Bored yet? So were we. But Thursday, the day finally came!! We began by removing the very thin upper laminate of plaster, and immediately had a big surprise. Although the floor itself had been clean, smooth, white plaster, the underside of the surface itself was chock full of teeny tiny shells! At least two or three other floors like this have been previously excavated, but none shared this characteristic, suggesting that something a bit different was going on with this floor. I suspect that the limestone used to make the plaster for this floor just happened to be very fossiliferous, but our faunal expert wasn't sure if the shells were fossilized or not and mused that in Egypt, shell had been occassionally put into floors and buildings as a rodent deterant, because the rats apparantly we put off by having to chew through sharp shells. Either way, the shelly floor was cool.

Underneath the hard, smooth upper surface was a flakey, crumbly plaster subsurface. Embedded in it were fragments of a little cookpot. Which is odd, if you think about it, but certainly handy for archaeologists. I mean, what happened, did it just happen to break and the contracter thought "might as well throw this in the mortar mix"? Maybe the workman were on lunch break and accidentally broke their picnic equipment that the wife sent along, and didn't feel like explaining so hid the evidence? Maybe they used the pot to mix the plaster, and just threw the whole thing in for good measure. Other ideas?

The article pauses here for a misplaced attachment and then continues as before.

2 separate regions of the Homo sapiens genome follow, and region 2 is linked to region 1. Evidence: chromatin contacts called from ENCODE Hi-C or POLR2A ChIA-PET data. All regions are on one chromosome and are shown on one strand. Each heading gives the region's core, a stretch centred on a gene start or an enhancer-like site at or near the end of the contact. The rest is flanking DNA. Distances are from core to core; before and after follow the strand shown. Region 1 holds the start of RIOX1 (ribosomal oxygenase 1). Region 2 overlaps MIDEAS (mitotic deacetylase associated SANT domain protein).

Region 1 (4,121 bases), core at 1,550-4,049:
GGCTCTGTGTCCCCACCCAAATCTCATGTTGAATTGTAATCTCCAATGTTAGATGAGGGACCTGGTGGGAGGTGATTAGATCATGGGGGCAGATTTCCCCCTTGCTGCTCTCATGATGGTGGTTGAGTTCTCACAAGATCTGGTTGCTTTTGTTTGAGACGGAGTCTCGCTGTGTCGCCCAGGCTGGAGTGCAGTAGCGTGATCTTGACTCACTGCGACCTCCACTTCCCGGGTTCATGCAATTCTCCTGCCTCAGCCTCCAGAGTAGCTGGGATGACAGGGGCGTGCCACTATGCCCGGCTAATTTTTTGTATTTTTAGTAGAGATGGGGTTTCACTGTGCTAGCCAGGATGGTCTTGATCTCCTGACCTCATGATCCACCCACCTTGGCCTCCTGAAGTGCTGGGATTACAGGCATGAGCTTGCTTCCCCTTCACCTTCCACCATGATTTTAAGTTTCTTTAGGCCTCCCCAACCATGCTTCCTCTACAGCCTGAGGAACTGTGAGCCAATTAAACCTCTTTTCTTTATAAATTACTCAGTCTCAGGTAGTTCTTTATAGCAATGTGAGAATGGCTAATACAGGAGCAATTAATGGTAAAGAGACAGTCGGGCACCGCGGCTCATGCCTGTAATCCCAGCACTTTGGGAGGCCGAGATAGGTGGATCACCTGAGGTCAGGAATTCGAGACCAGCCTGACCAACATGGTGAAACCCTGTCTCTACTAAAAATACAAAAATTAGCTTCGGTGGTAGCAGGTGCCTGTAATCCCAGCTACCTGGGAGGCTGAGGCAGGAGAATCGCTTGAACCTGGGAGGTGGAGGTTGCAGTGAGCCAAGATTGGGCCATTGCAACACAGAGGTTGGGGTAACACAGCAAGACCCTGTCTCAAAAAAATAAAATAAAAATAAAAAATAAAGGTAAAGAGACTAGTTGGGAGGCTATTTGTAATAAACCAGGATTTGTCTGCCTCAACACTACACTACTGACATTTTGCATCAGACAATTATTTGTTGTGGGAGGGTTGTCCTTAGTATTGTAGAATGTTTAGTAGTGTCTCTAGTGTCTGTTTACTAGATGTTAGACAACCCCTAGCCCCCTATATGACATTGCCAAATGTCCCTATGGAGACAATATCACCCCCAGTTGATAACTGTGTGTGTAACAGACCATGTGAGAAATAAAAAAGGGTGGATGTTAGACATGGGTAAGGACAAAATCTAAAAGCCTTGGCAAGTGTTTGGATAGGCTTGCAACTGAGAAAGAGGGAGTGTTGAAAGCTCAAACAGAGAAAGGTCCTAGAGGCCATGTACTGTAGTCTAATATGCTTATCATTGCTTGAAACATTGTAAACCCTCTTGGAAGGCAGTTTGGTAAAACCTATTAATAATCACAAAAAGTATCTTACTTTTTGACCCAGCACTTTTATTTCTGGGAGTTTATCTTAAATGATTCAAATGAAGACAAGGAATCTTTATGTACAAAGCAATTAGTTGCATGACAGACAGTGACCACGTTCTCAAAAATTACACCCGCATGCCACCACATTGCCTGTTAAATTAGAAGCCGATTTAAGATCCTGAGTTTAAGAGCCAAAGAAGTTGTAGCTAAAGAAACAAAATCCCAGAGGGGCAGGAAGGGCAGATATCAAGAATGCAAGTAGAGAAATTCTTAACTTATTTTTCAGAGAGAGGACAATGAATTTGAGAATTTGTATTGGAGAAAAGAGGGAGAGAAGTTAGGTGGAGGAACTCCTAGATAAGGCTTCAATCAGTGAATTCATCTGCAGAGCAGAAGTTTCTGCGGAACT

Benath that was a cobble subfloor, with 10-20 cm stones laid out and somewhat mortared in. After we had taken that out, we began to take out the thick layer of somewhat moist soil beneath (at least 40cm deep, we haven't reached the bottom yet), which yielded a crap ton of large pieces of pottery which we hope will give us a good idea of the date after which the floor must have been laid. Pottery reading tomorrow! I can't wait!

Saturday, June 6, 2009

Down and Dirty

Before I sign into Blogger, all of my blogger.com sites have the menu bar in Hebrew. This presented a bit of a problem as I kept choosing options on the righthand side in order to sign in, before I realized the "Sign In" link was going to be on the left in accordance with the way the Hebrew language works.

If I wrote Hebrew instead of English, I bet I wouldn't get the giant pencil smudges and have to do the wrist crook around binder spirals to write on the front of pages...

Anyway. It's Shabbat again, so I have the luxury of a bit more time for writing and reflection. The first three days of the week were rough - we worked in the field from 5am to noon, then washed and read pottery until 5 or 6 in the evening. Tuesday was particularly bad for me, since my assistant and I had to sort about 50kg worth of pottery sherds and I was literally on my feet for 13 hours, minus the half hour from 2:00-2:30 when I ate lunch. Finally sitting down and relaxing in a chair at the end of that day was the best feeling. Wednesday, our director had to go down to Jerusalem, so we couldn't excavate by law, and instead worked on clearing and cleaning the site out in anticipation of aerial photos at the end of the season. While we will certainly thank ourselves later, when it's July and 95 degrees and there are a thousand other things to be done and clearing is the last thing anyone wants to do, it was still an exhausting, hot, boring day. I entertained myself with fantasies about Mike Rowe coming to do archaeology as a "Dirty Job."

Exciting week in my trench, though. We found a few floors and a drain that appears to run under one of the walls and floors. I'm excited to take up some of these surfaces next week and try to get good, datable material from underneath in order to determine the date after which these floors must have been constructed.

Tonight, I'm going over to visit the Omrit-ians. I can't wait to see them and hear about all the goings on at the site this season and generally catch up.